• Immaculate Heart of Mary Church (Polish Hill), a prime example of “Polish Cathedral” architecture, which is modeled after St. Peter’s Basilica in Rome, and the first church in the United States to have the Divine Mercy Novena.
• St. Nicholas Church (Millvale), which houses the one-of-a-kind murals of Maxo Vanka. The murals depict the immigration of Croatian peasants to the United States, Vanka’s expression of the futility of war and his sadness at the destruction of Europe during World War II.
• St. Patrick Church (Strip District), which contains one of the few replicas of the Holy Stairs that Jesus ascended to be judged by Pontius Pilate before he was crucified.
• St. Stanislaus Kostka Church (Strip District), one of the earliest Polish communities in the United States, was visited in 1969 by Cardinal Karol Wojtyla, who became Pope Saint John Paul II.
The parish church included in this new grouping is Most Holy Name of Jesus (Troy Hill), which is connected with St. Anthony Chapel.
“On Mission for The Church Alive! cannot take a cookie-cutter approach,” Zubik said. “We are constantly evaluating the most effective ways to respond in light of the unique circumstances of each parish grouping.”
Zubik also announced the realignment of the parish groupings from which the Shrines of Pittsburgh were withdrawn:
• Bloomfield/Garfield/Lawrenceville Grouping, which now comprises the parishes of St. Maria Goretti (Bloomfield/Friendship/Garfield) and Our Lady of the Angels (Lawrenceville).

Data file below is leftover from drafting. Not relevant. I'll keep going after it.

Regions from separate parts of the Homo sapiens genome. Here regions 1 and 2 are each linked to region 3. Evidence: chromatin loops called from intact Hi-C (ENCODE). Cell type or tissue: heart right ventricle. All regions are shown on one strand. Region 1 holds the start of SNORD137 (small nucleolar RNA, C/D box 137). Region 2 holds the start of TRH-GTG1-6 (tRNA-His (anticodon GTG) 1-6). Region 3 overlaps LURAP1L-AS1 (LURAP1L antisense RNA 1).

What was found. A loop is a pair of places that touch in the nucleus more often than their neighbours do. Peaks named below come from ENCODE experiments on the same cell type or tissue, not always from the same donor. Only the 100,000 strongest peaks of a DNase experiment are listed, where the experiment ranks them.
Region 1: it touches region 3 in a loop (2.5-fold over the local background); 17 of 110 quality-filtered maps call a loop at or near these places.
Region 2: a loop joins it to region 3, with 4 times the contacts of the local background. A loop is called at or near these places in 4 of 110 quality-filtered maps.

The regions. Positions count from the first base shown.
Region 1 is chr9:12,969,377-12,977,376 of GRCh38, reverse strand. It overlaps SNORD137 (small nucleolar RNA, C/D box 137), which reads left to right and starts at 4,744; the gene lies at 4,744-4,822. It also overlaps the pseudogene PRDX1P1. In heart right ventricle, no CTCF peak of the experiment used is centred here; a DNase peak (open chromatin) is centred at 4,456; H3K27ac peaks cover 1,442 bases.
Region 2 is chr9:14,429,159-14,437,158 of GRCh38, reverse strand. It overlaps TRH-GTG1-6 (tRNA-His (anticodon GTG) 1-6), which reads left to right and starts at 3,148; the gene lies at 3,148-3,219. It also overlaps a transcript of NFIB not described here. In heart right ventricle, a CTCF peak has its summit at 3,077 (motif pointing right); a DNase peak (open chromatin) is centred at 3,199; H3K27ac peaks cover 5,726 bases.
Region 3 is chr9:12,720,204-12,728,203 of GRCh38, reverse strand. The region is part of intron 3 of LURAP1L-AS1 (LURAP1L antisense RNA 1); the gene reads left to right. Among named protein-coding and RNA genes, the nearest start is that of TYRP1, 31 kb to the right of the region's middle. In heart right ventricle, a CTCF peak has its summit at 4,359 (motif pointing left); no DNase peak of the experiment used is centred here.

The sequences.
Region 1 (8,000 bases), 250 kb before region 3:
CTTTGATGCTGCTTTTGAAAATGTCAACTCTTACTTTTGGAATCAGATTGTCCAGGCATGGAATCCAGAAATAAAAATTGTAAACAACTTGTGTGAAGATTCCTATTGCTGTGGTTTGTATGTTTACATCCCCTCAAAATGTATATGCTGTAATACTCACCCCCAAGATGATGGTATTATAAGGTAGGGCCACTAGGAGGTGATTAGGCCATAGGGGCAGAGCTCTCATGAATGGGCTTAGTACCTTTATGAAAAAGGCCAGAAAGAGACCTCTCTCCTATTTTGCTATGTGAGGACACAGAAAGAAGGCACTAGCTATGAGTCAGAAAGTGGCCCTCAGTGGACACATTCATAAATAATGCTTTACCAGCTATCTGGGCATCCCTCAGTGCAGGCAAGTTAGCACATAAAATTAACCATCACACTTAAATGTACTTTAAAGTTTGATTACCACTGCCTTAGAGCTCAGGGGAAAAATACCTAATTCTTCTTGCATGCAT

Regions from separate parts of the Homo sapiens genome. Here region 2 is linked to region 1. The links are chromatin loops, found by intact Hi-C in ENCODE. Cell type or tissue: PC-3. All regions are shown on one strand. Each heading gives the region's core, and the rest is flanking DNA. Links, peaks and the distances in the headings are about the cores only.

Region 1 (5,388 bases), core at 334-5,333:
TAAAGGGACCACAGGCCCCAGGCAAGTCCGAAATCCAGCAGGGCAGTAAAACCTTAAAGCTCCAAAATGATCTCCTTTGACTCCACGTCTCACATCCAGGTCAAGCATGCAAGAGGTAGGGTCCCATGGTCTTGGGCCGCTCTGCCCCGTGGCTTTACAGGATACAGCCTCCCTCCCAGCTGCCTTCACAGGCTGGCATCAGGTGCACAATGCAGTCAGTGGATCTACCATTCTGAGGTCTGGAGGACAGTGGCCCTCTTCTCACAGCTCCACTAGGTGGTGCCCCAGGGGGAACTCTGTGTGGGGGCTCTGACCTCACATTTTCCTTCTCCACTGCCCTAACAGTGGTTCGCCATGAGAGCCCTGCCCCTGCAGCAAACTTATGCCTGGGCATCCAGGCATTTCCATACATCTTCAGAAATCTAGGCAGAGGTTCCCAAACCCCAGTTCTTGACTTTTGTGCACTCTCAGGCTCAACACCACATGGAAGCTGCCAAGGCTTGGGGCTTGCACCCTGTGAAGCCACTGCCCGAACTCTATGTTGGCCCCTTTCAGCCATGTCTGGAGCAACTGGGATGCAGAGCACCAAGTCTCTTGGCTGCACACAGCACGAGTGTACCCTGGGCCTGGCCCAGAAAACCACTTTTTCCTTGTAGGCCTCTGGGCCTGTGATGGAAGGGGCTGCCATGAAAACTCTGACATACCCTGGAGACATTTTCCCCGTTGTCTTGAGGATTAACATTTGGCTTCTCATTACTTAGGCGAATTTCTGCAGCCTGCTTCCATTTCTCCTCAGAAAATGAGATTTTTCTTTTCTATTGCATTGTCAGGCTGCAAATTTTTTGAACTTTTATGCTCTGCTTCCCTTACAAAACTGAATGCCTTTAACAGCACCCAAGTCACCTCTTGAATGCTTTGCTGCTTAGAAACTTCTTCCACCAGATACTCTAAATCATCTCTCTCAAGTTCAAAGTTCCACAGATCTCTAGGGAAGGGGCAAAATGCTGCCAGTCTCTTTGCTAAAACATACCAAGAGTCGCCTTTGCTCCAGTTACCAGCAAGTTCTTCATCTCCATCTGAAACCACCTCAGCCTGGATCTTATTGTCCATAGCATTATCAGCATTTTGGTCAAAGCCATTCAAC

• City Center/Hill District Grouping, which comprises the parishes of St. Benedict the Moor (Hill District), Epiphany (Uptown) and St. Mary of Mercy (The Point/Gateway Center).
• Etna/Glenshaw/Millvale/Reserve Grouping, which now comprises the parishes of All Saints (Etna), St. Aloysius (Reserve), St. Bonaventure (Glenshaw) and Holy Spirit (Millvale).
These new and realigned parish groupings are not merging as new parishes at this time, he said.
Two unrelated changes
Zubik announced two changes involving church buildings that are unrelated to the other decisions.
• St. John XXIII Quasi-Parish will move to the site of the current Risen Lord Church (Marshall-Shadeland). It will continue to serve those who desire the liturgy in the extraordinary form (i.e., the Traditional Latin Mass). Zubik invited the priests and parishioners of St. John XXIII to work toward the establishment of a parish and to provide three names for that eventual new parish.
• The Corpus Christi Church building of St. Charles Lwanga Parish (East End) is being closed upon the recommendation of the administrator and Parish Pastoral and Finance Councils. St. Charles Lwanga will continue to use Mother of Good Counsel Church for worship and pastoral ministry.
Zubik concluded his letter with a call to move forward in faith.
“This is a pivotal time for our diocese as we plan for the future of the Church of Pittsburgh. While some may be frustrated, at times, with the On Mission process, rarely does someone say it shouldn’t be taking place.
“Southwestern Pennsylvania is radically different than it was 100, 50, 20, even 10 years ago, yet the work of the Church and our call to love God and others is needed as much now as ever before. As we address the challenges we face in the Church today, the witness of working and growing together reflects the unity of the Body of Christ that is essential to our mission.”
Chuck Biedka is a Tribune-Review staff writer. You can contact Chuck at 724-226-4711, [email protected] or via Twitter .